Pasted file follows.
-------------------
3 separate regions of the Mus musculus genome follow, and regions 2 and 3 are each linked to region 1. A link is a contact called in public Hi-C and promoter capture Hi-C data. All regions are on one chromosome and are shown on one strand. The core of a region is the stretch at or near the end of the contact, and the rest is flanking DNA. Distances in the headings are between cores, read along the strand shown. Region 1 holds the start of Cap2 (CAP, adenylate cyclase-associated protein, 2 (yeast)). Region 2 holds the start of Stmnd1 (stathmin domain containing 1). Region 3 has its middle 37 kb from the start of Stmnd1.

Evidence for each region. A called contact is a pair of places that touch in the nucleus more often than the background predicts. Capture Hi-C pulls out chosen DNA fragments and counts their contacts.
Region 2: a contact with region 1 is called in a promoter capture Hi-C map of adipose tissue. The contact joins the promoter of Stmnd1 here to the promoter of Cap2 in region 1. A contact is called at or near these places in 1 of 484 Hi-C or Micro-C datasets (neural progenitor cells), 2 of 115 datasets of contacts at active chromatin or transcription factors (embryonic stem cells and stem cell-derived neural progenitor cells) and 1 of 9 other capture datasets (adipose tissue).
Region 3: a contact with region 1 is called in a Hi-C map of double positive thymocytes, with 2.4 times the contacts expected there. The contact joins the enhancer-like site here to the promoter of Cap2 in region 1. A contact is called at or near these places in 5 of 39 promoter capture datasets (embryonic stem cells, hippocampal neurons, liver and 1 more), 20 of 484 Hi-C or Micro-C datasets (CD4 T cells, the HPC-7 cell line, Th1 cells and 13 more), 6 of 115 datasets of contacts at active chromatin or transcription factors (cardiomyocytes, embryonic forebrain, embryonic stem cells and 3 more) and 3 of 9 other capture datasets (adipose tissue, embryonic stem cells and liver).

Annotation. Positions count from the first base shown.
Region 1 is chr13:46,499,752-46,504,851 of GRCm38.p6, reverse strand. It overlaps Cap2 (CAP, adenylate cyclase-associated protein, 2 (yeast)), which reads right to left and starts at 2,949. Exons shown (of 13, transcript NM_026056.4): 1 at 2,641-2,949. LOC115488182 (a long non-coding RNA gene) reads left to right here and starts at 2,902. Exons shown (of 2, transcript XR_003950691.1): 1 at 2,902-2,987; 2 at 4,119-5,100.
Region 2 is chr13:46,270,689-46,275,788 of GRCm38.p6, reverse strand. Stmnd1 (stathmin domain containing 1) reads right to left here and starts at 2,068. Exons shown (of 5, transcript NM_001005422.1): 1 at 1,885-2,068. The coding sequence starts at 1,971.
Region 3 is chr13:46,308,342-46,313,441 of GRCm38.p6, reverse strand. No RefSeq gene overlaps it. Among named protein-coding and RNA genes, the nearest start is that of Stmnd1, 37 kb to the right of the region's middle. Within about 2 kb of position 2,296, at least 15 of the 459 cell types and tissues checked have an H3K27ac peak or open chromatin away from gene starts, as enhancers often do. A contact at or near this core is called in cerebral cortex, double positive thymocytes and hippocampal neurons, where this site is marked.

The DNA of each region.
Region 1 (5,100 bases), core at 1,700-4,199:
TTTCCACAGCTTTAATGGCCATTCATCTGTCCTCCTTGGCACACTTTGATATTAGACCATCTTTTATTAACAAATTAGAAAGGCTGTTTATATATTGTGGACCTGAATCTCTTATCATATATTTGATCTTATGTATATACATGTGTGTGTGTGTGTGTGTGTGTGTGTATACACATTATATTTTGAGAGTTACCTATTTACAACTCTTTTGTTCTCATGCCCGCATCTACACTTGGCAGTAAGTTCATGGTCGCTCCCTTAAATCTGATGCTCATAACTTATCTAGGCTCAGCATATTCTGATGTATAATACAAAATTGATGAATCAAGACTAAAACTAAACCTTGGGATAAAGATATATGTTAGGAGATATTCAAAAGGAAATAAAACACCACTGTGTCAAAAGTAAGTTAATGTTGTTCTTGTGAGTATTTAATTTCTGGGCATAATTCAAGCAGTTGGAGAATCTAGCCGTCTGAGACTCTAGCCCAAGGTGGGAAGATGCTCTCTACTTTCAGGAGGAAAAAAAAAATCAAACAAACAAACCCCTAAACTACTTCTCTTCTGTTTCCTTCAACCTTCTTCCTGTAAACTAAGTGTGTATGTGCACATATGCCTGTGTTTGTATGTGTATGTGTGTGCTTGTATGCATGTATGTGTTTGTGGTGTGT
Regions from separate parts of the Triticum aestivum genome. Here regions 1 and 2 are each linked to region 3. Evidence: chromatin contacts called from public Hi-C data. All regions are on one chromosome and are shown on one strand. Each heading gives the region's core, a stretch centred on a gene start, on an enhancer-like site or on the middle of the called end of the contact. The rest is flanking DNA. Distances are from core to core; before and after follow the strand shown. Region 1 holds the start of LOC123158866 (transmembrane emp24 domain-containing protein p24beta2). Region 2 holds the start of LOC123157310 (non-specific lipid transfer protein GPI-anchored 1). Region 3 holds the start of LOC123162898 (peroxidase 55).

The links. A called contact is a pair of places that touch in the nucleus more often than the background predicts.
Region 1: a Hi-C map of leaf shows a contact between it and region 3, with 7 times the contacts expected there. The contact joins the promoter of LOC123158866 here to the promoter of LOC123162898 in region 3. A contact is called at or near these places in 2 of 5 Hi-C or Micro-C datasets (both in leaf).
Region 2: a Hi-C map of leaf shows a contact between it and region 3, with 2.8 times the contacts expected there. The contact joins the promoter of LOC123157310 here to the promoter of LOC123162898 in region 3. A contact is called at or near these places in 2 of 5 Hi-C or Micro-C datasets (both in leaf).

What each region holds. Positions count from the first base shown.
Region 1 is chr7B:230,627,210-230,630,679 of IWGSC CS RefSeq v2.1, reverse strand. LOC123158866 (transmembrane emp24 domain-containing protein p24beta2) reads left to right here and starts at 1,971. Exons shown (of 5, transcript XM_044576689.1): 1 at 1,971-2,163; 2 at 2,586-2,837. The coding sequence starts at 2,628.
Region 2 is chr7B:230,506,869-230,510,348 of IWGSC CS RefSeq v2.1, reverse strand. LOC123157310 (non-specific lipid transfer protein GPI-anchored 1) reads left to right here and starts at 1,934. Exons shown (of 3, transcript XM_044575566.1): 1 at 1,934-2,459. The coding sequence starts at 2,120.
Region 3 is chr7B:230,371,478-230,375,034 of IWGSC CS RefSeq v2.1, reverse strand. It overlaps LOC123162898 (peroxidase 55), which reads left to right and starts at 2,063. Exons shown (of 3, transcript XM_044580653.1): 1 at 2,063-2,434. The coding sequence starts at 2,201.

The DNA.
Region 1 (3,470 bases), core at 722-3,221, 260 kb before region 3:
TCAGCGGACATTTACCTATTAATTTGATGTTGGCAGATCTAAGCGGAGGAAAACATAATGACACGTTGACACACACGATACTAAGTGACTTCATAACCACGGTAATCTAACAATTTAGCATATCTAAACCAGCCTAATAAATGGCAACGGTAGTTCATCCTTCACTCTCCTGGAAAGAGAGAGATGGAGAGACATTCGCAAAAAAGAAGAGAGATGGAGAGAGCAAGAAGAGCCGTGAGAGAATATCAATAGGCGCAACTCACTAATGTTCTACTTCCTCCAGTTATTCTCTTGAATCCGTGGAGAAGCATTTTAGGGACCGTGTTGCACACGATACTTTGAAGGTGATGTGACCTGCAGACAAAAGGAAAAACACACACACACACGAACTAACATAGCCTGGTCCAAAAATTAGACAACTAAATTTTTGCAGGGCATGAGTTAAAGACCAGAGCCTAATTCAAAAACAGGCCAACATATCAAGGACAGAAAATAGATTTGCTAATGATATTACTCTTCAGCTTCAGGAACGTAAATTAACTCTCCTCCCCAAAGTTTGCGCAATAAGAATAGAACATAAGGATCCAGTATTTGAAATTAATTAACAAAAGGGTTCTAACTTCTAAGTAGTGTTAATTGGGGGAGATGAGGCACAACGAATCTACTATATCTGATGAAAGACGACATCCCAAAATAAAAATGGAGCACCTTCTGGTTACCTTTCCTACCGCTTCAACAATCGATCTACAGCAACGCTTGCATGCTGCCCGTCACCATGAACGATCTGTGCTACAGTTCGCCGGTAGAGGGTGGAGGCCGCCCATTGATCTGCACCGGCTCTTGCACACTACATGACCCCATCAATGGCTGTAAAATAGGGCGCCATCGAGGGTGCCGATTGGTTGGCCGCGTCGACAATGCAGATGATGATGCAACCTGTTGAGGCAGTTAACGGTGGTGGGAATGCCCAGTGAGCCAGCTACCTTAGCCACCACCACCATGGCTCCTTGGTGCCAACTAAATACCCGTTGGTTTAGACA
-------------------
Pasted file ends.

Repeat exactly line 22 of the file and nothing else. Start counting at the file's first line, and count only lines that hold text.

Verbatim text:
TCAGCGGACATTTACCTATTAATTTGATGTTGGCAGATCTAAGCGGAGGAAAACATAATGACACGTTGACACACACGATACTAAGTGACTTCATAACCACGGTAATCTAACAATTTAGCATATCTAAACCAGCCTAATAAATGGCAACGGTAGTTCATCCTTCACTCTCCTGGAAAGAGAGAGATGGAGAGACATTCGCAAAAAAGAAGAGAGATGGAGAGAGCAAGAAGAGCCGTGAGAGAATATCAATAGGCGCAACTCACTAATGTTCTACTTCCTCCAGTTATTCTCTTGAATCCGTGGAGAAGCATTTTAGGGACCGTGTTGCACACGATACTTTGAAGGTGATGTGACCTGCAGACAAAAGGAAAAACACACACACACACGAACTAACATAGCCTGGTCCAAAAATTAGACAACTAAATTTTTGCAGGGCATGAGTTAAAGACCAGAGCCTAATTCAAAAACAGGCCAACATATCAAGGACAGAAAATAGATTTGCTAATGATATTACTCTTCAGCTTCAGGAACGTAAATTAACTCTCCTCCCCAAAGTTTGCGCAATAAGAATAGAACATAAGGATCCAGTATTTGAAATTAATTAACAAAAGGGTTCTAACTTCTAAGTAGTGTTAATTGGGGGAGATGAGGCACAACGAATCTACTATATCTGATGAAAGACGACATCCCAAAATAAAAATGGAGCACCTTCTGGTTACCTTTCCTACCGCTTCAACAATCGATCTACAGCAACGCTTGCATGCTGCCCGTCACCATGAACGATCTGTGCTACAGTTCGCCGGTAGAGGGTGGAGGCCGCCCATTGATCTGCACCGGCTCTTGCACACTACATGACCCCATCAATGGCTGTAAAATAGGGCGCCATCGAGGGTGCCGATTGGTTGGCCGCGTCGACAATGCAGATGATGATGCAACCTGTTGAGGCAGTTAACGGTGGTGGGAATGCCCAGTGAGCCAGCTACCTTAGCCACCACCACCATGGCTCCTTGGTGCCAACTAAATACCCGTTGGTTTAGACA